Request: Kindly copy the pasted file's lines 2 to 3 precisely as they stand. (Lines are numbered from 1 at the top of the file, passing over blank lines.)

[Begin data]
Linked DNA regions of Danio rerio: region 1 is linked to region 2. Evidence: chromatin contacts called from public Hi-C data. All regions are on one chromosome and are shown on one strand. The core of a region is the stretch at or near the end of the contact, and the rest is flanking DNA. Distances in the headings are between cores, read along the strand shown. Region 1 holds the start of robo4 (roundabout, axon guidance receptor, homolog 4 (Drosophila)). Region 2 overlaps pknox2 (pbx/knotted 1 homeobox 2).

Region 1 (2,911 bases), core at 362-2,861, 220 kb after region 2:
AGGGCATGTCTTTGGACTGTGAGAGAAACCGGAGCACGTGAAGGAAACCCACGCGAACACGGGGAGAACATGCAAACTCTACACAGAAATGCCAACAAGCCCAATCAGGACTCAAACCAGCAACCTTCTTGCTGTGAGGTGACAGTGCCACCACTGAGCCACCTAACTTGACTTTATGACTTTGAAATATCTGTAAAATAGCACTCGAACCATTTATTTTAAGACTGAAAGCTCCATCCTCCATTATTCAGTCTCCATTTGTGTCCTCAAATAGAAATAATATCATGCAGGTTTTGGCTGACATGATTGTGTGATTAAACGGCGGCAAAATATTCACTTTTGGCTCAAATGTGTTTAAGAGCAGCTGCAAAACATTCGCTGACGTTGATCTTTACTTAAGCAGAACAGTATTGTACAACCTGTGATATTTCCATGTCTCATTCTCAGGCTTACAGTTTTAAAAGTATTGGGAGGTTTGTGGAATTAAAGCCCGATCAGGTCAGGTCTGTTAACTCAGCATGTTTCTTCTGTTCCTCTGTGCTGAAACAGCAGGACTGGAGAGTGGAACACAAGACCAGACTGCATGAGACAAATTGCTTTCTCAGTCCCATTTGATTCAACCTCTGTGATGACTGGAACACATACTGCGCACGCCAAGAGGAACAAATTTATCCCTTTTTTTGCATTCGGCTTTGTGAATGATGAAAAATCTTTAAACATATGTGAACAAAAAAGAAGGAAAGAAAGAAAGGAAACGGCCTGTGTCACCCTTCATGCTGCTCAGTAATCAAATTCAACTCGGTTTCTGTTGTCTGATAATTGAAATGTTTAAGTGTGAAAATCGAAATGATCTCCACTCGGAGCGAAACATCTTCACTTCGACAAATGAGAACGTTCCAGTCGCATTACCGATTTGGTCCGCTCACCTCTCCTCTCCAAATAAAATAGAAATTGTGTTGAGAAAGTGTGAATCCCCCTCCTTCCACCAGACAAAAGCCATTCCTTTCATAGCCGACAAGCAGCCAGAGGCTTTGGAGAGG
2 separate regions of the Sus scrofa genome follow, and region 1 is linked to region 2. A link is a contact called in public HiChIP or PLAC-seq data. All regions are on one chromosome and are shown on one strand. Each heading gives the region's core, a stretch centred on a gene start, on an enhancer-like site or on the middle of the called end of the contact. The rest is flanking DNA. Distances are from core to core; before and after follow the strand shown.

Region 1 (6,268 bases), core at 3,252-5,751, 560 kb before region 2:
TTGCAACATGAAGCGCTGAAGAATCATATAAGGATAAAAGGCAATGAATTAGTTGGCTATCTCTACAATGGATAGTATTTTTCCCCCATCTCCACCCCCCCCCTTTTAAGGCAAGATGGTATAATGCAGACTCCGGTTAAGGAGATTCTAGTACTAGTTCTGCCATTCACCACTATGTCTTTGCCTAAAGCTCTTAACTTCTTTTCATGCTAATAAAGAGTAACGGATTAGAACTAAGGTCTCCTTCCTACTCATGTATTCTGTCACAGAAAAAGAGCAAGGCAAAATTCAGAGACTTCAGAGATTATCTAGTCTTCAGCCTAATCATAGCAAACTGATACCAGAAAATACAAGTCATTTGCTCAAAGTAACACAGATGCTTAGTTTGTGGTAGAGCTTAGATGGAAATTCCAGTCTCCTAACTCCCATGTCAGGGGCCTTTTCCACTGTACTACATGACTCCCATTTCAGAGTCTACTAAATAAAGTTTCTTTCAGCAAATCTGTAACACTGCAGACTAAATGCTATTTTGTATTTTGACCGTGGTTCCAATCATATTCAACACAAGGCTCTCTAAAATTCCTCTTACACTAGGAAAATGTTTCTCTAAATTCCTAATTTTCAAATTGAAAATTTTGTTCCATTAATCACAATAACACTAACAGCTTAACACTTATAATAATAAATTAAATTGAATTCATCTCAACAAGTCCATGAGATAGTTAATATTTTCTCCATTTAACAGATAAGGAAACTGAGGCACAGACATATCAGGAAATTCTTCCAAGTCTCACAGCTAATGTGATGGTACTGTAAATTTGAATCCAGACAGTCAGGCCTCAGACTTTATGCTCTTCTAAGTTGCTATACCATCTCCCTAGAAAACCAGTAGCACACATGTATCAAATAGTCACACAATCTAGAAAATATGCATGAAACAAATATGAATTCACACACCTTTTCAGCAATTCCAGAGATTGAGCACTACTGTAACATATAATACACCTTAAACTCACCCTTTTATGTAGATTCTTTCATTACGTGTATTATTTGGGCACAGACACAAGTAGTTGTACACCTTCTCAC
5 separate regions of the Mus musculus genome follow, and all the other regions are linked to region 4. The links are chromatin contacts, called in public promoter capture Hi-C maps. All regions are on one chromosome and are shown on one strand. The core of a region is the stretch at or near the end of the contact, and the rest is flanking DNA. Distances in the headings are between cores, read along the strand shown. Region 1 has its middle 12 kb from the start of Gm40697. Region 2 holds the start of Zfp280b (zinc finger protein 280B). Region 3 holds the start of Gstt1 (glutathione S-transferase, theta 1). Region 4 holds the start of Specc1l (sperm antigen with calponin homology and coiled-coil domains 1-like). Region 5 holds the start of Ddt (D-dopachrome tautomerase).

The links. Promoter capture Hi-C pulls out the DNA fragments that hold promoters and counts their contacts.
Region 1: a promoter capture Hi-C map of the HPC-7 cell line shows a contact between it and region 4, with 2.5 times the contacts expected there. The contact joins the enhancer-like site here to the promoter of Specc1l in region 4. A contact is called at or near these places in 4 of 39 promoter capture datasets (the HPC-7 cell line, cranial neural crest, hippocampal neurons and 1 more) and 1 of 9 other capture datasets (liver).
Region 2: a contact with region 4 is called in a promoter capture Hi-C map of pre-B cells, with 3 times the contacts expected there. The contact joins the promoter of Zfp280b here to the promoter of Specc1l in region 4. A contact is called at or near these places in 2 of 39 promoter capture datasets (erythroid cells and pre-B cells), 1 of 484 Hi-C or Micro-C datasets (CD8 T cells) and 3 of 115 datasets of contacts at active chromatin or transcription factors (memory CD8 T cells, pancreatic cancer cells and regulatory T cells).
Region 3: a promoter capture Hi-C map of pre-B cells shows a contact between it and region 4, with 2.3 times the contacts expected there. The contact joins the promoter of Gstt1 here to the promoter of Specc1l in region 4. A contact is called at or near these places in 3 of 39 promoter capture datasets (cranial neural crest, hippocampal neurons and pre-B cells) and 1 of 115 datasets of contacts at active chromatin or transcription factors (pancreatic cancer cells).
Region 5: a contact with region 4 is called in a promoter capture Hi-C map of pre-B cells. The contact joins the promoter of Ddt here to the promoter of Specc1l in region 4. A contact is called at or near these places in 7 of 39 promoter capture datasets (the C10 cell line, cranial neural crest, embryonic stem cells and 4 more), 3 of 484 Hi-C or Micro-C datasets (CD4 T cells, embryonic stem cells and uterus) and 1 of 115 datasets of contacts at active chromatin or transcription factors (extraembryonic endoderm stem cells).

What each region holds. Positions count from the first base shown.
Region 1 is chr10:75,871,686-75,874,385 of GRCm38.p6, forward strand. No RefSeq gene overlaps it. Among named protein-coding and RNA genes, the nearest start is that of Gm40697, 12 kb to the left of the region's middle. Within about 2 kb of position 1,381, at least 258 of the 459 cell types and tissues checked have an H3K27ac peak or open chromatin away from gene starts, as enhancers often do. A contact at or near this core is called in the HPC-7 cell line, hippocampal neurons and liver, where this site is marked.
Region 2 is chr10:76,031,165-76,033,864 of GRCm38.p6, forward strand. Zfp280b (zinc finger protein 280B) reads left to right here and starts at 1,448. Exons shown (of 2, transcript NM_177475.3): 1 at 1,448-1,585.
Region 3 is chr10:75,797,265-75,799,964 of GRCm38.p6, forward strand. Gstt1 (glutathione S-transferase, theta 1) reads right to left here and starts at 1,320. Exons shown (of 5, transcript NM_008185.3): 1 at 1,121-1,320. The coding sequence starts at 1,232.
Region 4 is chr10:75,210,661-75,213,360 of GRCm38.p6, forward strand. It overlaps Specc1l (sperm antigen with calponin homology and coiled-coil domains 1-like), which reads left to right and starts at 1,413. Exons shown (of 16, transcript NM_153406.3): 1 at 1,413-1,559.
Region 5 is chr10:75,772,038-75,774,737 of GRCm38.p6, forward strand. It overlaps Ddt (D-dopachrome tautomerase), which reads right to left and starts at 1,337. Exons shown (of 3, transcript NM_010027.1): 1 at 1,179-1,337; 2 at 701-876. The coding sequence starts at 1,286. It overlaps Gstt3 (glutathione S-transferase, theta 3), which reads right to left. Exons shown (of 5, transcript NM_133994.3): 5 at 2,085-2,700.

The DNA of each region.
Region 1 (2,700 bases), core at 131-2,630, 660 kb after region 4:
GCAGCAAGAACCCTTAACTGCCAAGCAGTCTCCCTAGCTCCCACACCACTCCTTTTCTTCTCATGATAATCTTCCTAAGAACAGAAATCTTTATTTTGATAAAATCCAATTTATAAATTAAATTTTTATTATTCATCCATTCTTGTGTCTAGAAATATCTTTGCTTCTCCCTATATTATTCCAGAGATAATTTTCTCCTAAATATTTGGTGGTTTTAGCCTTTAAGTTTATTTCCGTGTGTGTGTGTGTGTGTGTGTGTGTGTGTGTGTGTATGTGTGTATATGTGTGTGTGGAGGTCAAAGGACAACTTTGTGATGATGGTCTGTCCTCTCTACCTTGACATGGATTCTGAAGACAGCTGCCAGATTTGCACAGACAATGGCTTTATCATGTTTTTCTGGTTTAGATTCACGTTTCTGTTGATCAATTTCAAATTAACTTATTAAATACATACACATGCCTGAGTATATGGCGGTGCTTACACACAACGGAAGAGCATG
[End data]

Region 1 (2,911 bases), core at 362-2,861, 220 kb after region 2:
AGGGCATGTCTTTGGACTGTGAGAGAAACCGGAGCACGTGAAGGAAACCCACGCGAACACGGGGAGAACATGCAAACTCTACACAGAAATGCCAACAAGCCCAATCAGGACTCAAACCAGCAACCTTCTTGCTGTGAGGTGACAGTGCCACCACTGAGCCACCTAACTTGACTTTATGACTTTGAAATATCTGTAAAATAGCACTCGAACCATTTATTTTAAGACTGAAAGCTCCATCCTCCATTATTCAGTCTCCATTTGTGTCCTCAAATAGAAATAATATCATGCAGGTTTTGGCTGACATGATTGTGTGATTAAACGGCGGCAAAATATTCACTTTTGGCTCAAATGTGTTTAAGAGCAGCTGCAAAACATTCGCTGACGTTGATCTTTACTTAAGCAGAACAGTATTGTACAACCTGTGATATTTCCATGTCTCATTCTCAGGCTTACAGTTTTAAAAGTATTGGGAGGTTTGTGGAATTAAAGCCCGATCAGGTCAGGTCTGTTAACTCAGCATGTTTCTTCTGTTCCTCTGTGCTGAAACAGCAGGACTGGAGAGTGGAACACAAGACCAGACTGCATGAGACAAATTGCTTTCTCAGTCCCATTTGATTCAACCTCTGTGATGACTGGAACACATACTGCGCACGCCAAGAGGAACAAATTTATCCCTTTTTTTGCATTCGGCTTTGTGAATGATGAAAAATCTTTAAACATATGTGAACAAAAAAGAAGGAAAGAAAGAAAGGAAACGGCCTGTGTCACCCTTCATGCTGCTCAGTAATCAAATTCAACTCGGTTTCTGTTGTCTGATAATTGAAATGTTTAAGTGTGAAAATCGAAATGATCTCCACTCGGAGCGAAACATCTTCACTTCGACAAATGAGAACGTTCCAGTCGCATTACCGATTTGGTCCGCTCACCTCTCCTCTCCAAATAAAATAGAAATTGTGTTGAGAAAGTGTGAATCCCCCTCCTTCCACCAGACAAAAGCCATTCCTTTCATAGCCGACAAGCAGCCAGAGGCTTTGGAGAGG